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When you’ve served your time should your prison record disappear?

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When you’ve served your time should your prison record disappear? That’s a question being talked about at the State Capitol as part of the next phase of ‘Criminal Justice Reform.’ If you or someone in your family has been in prison you know how difficult the adjustment back to life outside can be.

Related: Officials say prison population beginning to flatten out

There are thousands of Connecticut residents that have spent time at one of the state’s 14 correction facilites. Most spend some time on parole following their time in prison. When this is completed, it is considered that you have paid your debt to society. But for most, the stigma of a criminal record lasts forever.

That’s very real for 38-year-old Kennard Ray of Hartford. He spent a total of 6-and-a-half years in prison on four nonviolent felony convictions. He’s been out now for about 15 years and says,  “In order just to get small jobs, you know, working in a kitchen, you’ve got to apply a hundred times and that’s not a joke. Quite literally I’ve applied to hundreds of jobs.”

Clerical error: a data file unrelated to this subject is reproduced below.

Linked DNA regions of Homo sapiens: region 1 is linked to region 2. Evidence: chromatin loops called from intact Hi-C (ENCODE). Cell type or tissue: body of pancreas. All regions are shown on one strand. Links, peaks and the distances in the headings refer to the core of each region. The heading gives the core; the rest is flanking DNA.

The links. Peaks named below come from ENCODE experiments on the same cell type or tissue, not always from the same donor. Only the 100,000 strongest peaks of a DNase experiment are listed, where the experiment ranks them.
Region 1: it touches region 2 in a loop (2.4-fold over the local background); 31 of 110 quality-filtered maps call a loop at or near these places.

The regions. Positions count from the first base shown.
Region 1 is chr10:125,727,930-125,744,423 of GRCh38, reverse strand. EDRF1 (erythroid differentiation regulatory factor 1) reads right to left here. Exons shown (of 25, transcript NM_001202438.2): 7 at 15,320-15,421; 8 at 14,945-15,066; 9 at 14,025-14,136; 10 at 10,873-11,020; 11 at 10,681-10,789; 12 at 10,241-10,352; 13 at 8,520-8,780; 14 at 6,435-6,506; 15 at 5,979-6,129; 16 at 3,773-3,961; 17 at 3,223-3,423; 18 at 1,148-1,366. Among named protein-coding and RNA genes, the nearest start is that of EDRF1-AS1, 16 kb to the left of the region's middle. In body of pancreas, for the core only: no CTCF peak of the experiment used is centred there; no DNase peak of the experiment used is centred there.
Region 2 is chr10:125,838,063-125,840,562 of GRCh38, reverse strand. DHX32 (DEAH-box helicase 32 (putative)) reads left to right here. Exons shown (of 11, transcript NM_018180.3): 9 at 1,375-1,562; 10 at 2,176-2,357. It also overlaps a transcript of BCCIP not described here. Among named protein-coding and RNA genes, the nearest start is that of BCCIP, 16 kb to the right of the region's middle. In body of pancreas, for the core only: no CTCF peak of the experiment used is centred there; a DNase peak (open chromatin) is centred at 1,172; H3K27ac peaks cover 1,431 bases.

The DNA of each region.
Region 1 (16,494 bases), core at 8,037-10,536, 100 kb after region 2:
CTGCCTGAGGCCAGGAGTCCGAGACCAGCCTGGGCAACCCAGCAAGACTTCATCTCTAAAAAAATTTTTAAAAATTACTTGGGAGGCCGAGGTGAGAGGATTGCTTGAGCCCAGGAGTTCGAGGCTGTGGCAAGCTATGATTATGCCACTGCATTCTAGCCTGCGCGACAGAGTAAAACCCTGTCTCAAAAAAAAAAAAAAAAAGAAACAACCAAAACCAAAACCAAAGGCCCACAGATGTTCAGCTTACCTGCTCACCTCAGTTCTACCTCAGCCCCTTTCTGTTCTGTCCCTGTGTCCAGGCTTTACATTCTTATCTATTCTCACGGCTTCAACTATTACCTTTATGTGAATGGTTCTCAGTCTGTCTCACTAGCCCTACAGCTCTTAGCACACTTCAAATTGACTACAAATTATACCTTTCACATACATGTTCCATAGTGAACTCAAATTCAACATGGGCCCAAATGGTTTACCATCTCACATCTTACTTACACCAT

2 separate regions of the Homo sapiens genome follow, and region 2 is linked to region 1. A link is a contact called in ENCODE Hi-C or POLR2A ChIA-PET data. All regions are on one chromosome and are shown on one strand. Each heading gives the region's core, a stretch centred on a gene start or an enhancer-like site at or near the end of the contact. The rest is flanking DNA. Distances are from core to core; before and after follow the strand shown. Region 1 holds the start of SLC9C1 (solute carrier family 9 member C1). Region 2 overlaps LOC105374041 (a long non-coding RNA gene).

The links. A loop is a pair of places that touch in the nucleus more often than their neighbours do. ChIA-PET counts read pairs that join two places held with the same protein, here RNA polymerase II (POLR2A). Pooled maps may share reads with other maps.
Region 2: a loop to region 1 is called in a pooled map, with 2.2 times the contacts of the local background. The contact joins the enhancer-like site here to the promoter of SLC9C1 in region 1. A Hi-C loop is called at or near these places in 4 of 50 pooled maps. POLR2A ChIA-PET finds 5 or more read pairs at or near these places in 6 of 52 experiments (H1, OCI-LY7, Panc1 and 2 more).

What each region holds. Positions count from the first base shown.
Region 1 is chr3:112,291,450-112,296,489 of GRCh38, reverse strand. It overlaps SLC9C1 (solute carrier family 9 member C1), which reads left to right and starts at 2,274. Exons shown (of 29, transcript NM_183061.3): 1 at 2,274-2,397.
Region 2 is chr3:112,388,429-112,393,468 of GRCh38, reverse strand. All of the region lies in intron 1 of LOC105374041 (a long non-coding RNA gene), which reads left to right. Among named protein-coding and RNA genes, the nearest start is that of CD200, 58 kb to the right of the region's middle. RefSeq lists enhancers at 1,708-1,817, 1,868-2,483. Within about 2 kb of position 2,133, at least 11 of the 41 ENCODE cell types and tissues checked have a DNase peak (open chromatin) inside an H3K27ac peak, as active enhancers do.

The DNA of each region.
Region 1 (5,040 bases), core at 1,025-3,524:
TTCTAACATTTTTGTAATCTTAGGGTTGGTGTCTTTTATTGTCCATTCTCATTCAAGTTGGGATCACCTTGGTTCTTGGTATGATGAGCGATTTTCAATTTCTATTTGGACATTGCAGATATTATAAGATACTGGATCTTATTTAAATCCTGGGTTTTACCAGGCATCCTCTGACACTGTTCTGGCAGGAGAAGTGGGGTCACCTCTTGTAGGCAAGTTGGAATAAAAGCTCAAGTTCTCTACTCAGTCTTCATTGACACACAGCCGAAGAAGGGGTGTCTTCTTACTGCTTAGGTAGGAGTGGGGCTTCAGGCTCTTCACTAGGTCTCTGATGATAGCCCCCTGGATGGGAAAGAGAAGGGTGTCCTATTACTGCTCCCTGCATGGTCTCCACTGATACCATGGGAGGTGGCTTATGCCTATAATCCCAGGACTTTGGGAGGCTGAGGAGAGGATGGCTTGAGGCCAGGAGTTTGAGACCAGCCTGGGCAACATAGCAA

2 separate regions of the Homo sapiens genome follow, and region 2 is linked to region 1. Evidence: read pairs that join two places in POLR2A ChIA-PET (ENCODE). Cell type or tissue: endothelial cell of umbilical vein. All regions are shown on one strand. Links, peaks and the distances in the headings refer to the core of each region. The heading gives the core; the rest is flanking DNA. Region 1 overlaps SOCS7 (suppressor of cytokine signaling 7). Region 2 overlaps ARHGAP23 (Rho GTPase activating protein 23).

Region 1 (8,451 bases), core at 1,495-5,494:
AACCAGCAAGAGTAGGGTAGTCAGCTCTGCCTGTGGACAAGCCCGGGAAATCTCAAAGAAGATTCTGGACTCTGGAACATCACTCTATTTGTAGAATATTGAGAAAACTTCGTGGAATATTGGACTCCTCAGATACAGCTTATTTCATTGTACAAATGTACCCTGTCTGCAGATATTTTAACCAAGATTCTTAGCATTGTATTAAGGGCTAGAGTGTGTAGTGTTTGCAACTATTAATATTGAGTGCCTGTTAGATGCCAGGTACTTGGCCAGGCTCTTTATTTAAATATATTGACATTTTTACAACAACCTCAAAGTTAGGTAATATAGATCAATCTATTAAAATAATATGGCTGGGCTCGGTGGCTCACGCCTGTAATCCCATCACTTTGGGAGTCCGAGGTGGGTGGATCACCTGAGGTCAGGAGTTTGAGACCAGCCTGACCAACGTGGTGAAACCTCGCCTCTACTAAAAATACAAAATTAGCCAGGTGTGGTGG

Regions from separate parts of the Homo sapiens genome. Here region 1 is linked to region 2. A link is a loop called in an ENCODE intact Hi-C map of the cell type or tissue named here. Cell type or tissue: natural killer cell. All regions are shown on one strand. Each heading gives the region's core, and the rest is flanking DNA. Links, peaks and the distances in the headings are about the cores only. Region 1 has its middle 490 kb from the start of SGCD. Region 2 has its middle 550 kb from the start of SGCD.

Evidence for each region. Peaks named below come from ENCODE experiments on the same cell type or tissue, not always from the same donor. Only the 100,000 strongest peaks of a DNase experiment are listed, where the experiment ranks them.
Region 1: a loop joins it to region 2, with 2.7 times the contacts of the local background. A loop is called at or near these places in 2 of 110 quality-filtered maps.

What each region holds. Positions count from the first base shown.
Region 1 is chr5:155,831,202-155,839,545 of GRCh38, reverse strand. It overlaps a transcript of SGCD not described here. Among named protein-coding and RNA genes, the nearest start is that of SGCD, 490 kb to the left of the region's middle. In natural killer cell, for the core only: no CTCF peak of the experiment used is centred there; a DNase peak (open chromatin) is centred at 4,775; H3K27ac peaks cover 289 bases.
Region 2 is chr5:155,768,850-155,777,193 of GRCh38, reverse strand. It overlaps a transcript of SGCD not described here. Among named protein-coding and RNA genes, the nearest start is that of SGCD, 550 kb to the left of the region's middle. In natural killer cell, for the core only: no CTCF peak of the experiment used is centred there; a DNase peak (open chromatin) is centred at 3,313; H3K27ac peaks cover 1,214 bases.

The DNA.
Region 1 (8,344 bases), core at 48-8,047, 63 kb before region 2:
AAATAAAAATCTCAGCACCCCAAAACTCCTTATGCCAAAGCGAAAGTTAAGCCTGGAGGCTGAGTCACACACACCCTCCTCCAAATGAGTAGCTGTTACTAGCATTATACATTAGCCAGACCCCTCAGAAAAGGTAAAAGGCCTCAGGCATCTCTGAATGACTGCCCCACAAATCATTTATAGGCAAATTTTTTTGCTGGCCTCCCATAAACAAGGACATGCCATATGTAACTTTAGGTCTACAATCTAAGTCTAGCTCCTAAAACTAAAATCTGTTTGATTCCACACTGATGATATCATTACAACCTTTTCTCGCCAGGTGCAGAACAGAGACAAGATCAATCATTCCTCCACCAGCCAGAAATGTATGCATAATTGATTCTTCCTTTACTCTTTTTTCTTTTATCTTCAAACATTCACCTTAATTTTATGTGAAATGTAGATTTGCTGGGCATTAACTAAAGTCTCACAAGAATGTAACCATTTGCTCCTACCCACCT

As one of the latest moves in criminal justice reform, Democrats are advocating that criminal records for nonviolent crimes be expunged, in other words disappear after a certain number of years. “This proposed legislation will enable people who have been incarcerated and have long paid their time and long paid their dues, will no longer continue to be discriminated for housing and job,” said Sen. Dennis Bradley (D-Bridgeport) who serves on the Public Safety Committee.

But opponents, like fellow Public Safety Committee member Rep. J.P. Sredinsky (R-Monroe), say this could be a problem for law enforcement and potentially place police in potential danger adding, “In my full time job, I manage a 9-1-1 dispatch center and we dispatch for municipal police deparments and it’s important that we have that information for the responding officers so they know the type of situation they’re walking into.”

To that Ray retorted, “We’re not saying ‘let’s skirt over public safety’ but we’re also saying ‘when is enough, enough? When is the price paid?”    

The question of how many years of not getting in trouble after prison would be required for this is still up for discussion as this bill works its way through the legislative committee process.    

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